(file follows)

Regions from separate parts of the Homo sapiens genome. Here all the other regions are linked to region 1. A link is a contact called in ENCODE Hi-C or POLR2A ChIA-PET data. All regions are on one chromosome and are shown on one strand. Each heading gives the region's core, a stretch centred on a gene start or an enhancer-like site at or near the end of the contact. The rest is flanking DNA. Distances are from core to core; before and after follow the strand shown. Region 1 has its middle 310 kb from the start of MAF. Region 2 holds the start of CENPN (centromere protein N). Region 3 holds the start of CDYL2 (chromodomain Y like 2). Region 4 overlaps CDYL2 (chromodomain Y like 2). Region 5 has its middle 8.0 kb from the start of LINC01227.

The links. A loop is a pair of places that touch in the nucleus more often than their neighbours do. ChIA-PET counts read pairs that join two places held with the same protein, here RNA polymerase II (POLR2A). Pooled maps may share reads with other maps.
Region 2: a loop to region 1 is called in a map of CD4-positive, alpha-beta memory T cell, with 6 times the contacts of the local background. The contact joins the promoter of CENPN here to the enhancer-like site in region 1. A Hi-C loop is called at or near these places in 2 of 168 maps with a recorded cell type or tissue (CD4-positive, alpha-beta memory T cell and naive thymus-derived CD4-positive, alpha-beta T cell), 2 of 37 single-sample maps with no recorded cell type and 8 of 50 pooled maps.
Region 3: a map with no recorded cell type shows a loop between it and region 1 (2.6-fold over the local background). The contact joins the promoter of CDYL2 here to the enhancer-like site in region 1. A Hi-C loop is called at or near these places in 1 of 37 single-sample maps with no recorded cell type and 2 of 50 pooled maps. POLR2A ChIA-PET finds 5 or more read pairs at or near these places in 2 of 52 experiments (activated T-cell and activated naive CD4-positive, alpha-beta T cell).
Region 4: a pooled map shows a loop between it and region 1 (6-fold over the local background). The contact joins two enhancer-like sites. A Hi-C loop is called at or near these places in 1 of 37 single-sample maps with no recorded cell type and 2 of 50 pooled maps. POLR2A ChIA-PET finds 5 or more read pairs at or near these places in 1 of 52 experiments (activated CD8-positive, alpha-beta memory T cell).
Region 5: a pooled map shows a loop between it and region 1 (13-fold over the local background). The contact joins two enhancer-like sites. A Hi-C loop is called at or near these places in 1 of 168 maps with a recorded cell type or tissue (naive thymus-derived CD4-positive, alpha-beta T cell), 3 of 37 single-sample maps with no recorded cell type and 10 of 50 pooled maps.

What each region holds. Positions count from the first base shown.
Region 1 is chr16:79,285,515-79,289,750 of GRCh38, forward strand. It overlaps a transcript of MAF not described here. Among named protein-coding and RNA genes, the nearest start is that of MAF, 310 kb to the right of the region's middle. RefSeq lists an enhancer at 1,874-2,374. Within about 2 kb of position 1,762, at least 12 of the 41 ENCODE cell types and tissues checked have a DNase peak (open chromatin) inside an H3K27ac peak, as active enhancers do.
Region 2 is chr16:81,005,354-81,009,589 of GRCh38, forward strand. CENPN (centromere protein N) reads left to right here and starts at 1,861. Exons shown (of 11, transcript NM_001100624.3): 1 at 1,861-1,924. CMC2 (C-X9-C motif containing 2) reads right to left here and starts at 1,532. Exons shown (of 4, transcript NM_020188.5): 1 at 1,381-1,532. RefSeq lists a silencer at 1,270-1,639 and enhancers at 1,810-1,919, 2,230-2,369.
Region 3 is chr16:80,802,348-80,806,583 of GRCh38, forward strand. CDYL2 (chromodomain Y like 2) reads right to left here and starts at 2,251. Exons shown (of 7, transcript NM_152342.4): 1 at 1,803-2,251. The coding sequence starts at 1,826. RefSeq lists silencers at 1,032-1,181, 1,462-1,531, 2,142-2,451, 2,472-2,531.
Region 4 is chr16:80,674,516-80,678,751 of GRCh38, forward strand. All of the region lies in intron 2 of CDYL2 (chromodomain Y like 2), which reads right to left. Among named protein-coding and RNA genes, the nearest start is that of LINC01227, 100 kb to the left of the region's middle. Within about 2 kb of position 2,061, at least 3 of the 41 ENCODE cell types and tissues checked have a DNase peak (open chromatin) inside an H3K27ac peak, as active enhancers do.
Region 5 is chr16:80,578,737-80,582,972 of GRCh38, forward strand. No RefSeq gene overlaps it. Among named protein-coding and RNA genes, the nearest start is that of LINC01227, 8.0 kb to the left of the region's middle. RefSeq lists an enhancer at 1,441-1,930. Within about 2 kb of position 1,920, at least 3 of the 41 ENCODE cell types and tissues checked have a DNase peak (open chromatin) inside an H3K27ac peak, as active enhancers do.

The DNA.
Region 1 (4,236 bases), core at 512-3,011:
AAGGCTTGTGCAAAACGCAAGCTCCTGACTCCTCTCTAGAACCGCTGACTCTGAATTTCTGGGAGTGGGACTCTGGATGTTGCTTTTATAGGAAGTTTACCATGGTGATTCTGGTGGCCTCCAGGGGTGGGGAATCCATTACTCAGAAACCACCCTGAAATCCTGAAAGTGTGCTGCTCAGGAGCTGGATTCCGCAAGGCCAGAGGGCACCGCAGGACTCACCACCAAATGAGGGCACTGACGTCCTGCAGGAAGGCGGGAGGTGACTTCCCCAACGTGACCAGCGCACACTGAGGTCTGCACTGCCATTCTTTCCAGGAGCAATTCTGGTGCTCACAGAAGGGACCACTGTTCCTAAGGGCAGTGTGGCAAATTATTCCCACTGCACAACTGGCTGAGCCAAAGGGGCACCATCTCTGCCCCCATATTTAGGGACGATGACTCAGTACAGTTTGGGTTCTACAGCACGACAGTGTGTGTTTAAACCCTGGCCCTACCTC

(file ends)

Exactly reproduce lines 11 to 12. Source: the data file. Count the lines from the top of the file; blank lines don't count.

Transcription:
Region 4 is chr16:80,674,516-80,678,751 of GRCh38, forward strand. All of the region lies in intron 2 of CDYL2 (chromodomain Y like 2), which reads right to left. Among named protein-coding and RNA genes, the nearest start is that of LINC01227, 100 kb to the left of the region's middle. Within about 2 kb of position 2,061, at least 3 of the 41 ENCODE cell types and tissues checked have a DNase peak (open chromatin) inside an H3K27ac peak, as active enhancers do.
Region 5 is chr16:80,578,737-80,582,972 of GRCh38, forward strand. No RefSeq gene overlaps it. Among named protein-coding and RNA genes, the nearest start is that of LINC01227, 8.0 kb to the left of the region's middle. RefSeq lists an enhancer at 1,441-1,930. Within about 2 kb of position 1,920, at least 3 of the 41 ENCODE cell types and tissues checked have a DNase peak (open chromatin) inside an H3K27ac peak, as active enhancers do.